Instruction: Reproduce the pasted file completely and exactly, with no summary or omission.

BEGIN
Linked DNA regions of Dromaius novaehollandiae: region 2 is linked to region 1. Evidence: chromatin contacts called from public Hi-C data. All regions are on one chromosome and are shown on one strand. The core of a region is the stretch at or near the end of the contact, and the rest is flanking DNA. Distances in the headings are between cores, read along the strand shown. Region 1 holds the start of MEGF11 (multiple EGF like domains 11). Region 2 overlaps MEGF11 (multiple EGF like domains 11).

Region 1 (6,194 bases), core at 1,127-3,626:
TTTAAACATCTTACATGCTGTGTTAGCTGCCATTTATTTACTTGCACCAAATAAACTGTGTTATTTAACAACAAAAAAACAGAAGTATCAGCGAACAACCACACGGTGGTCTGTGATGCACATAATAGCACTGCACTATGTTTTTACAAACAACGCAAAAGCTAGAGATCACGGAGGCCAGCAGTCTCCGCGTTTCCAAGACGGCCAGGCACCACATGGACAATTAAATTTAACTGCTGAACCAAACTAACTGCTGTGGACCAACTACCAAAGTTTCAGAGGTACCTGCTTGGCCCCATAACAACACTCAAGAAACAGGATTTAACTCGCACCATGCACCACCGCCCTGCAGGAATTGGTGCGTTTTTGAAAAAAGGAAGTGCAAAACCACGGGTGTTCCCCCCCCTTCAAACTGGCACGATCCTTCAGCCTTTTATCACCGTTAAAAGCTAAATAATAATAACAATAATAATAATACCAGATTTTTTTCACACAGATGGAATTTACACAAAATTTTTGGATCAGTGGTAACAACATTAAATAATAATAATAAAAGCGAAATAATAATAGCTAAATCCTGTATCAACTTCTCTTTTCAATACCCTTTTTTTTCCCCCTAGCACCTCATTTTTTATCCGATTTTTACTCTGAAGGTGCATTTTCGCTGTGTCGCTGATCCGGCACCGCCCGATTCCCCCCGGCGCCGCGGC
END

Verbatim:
Linked DNA regions of Dromaius novaehollandiae: region 2 is linked to region 1. Evidence: chromatin contacts called from public Hi-C data. All regions are on one chromosome and are shown on one strand. The core of a region is the stretch at or near the end of the contact, and the rest is flanking DNA. Distances in the headings are between cores, read along the strand shown. Region 1 holds the start of MEGF11 (multiple EGF like domains 11). Region 2 overlaps MEGF11 (multiple EGF like domains 11).

Region 1 (6,194 bases), core at 1,127-3,626:
TTTAAACATCTTACATGCTGTGTTAGCTGCCATTTATTTACTTGCACCAAATAAACTGTGTTATTTAACAACAAAAAAACAGAAGTATCAGCGAACAACCACACGGTGGTCTGTGATGCACATAATAGCACTGCACTATGTTTTTACAAACAACGCAAAAGCTAGAGATCACGGAGGCCAGCAGTCTCCGCGTTTCCAAGACGGCCAGGCACCACATGGACAATTAAATTTAACTGCTGAACCAAACTAACTGCTGTGGACCAACTACCAAAGTTTCAGAGGTACCTGCTTGGCCCCATAACAACACTCAAGAAACAGGATTTAACTCGCACCATGCACCACCGCCCTGCAGGAATTGGTGCGTTTTTGAAAAAAGGAAGTGCAAAACCACGGGTGTTCCCCCCCCTTCAAACTGGCACGATCCTTCAGCCTTTTATCACCGTTAAAAGCTAAATAATAATAACAATAATAATAATACCAGATTTTTTTCACACAGATGGAATTTACACAAAATTTTTGGATCAGTGGTAACAACATTAAATAATAATAATAAAAGCGAAATAATAATAGCTAAATCCTGTATCAACTTCTCTTTTCAATACCCTTTTTTTTCCCCCTAGCACCTCATTTTTTATCCGATTTTTACTCTGAAGGTGCATTTTCGCTGTGTCGCTGATCCGGCACCGCCCGATTCCCCCCGGCGCCGCGGC